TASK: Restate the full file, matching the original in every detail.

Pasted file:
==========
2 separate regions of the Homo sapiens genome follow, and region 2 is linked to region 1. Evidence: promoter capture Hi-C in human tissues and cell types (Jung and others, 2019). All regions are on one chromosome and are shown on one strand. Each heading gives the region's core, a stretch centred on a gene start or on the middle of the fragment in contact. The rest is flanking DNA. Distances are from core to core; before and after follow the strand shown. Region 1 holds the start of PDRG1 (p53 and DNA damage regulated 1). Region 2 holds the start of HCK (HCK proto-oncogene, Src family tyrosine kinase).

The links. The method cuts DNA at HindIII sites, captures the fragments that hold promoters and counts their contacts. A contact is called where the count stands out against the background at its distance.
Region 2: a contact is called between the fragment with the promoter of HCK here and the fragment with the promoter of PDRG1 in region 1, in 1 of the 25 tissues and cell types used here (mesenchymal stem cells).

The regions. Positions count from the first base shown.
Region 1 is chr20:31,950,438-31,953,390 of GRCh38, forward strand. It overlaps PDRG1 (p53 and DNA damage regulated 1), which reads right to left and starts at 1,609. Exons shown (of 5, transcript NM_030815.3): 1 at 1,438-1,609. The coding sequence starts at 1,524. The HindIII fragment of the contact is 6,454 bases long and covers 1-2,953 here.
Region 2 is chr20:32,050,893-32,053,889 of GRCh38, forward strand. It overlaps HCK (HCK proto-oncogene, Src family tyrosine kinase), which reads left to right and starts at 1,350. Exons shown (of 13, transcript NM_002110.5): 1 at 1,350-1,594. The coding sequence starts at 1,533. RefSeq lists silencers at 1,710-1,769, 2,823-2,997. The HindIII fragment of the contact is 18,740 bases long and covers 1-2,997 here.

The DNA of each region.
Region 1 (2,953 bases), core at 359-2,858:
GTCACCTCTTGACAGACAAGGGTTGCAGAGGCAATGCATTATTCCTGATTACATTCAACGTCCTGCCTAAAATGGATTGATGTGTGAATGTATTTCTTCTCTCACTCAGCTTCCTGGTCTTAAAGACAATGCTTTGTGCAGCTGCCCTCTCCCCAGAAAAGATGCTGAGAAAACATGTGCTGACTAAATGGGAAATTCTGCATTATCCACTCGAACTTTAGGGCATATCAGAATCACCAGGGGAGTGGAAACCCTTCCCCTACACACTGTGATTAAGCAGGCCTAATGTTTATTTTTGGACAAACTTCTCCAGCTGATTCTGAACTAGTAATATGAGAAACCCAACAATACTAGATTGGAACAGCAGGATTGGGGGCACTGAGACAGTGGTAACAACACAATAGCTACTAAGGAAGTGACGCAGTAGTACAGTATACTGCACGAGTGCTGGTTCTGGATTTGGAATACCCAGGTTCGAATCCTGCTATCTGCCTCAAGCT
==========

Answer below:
2 separate regions of the Homo sapiens genome follow, and region 2 is linked to region 1. Evidence: promoter capture Hi-C in human tissues and cell types (Jung and others, 2019). All regions are on one chromosome and are shown on one strand. Each heading gives the region's core, a stretch centred on a gene start or on the middle of the fragment in contact. The rest is flanking DNA. Distances are from core to core; before and after follow the strand shown. Region 1 holds the start of PDRG1 (p53 and DNA damage regulated 1). Region 2 holds the start of HCK (HCK proto-oncogene, Src family tyrosine kinase).

The links. The method cuts DNA at HindIII sites, captures the fragments that hold promoters and counts their contacts. A contact is called where the count stands out against the background at its distance.
Region 2: a contact is called between the fragment with the promoter of HCK here and the fragment with the promoter of PDRG1 in region 1, in 1 of the 25 tissues and cell types used here (mesenchymal stem cells).

The regions. Positions count from the first base shown.
Region 1 is chr20:31,950,438-31,953,390 of GRCh38, forward strand. It overlaps PDRG1 (p53 and DNA damage regulated 1), which reads right to left and starts at 1,609. Exons shown (of 5, transcript NM_030815.3): 1 at 1,438-1,609. The coding sequence starts at 1,524. The HindIII fragment of the contact is 6,454 bases long and covers 1-2,953 here.
Region 2 is chr20:32,050,893-32,053,889 of GRCh38, forward strand. It overlaps HCK (HCK proto-oncogene, Src family tyrosine kinase), which reads left to right and starts at 1,350. Exons shown (of 13, transcript NM_002110.5): 1 at 1,350-1,594. The coding sequence starts at 1,533. RefSeq lists silencers at 1,710-1,769, 2,823-2,997. The HindIII fragment of the contact is 18,740 bases long and covers 1-2,997 here.

The DNA of each region.
Region 1 (2,953 bases), core at 359-2,858:
GTCACCTCTTGACAGACAAGGGTTGCAGAGGCAATGCATTATTCCTGATTACATTCAACGTCCTGCCTAAAATGGATTGATGTGTGAATGTATTTCTTCTCTCACTCAGCTTCCTGGTCTTAAAGACAATGCTTTGTGCAGCTGCCCTCTCCCCAGAAAAGATGCTGAGAAAACATGTGCTGACTAAATGGGAAATTCTGCATTATCCACTCGAACTTTAGGGCATATCAGAATCACCAGGGGAGTGGAAACCCTTCCCCTACACACTGTGATTAAGCAGGCCTAATGTTTATTTTTGGACAAACTTCTCCAGCTGATTCTGAACTAGTAATATGAGAAACCCAACAATACTAGATTGGAACAGCAGGATTGGGGGCACTGAGACAGTGGTAACAACACAATAGCTACTAAGGAAGTGACGCAGTAGTACAGTATACTGCACGAGTGCTGGTTCTGGATTTGGAATACCCAGGTTCGAATCCTGCTATCTGCCTCAAGCT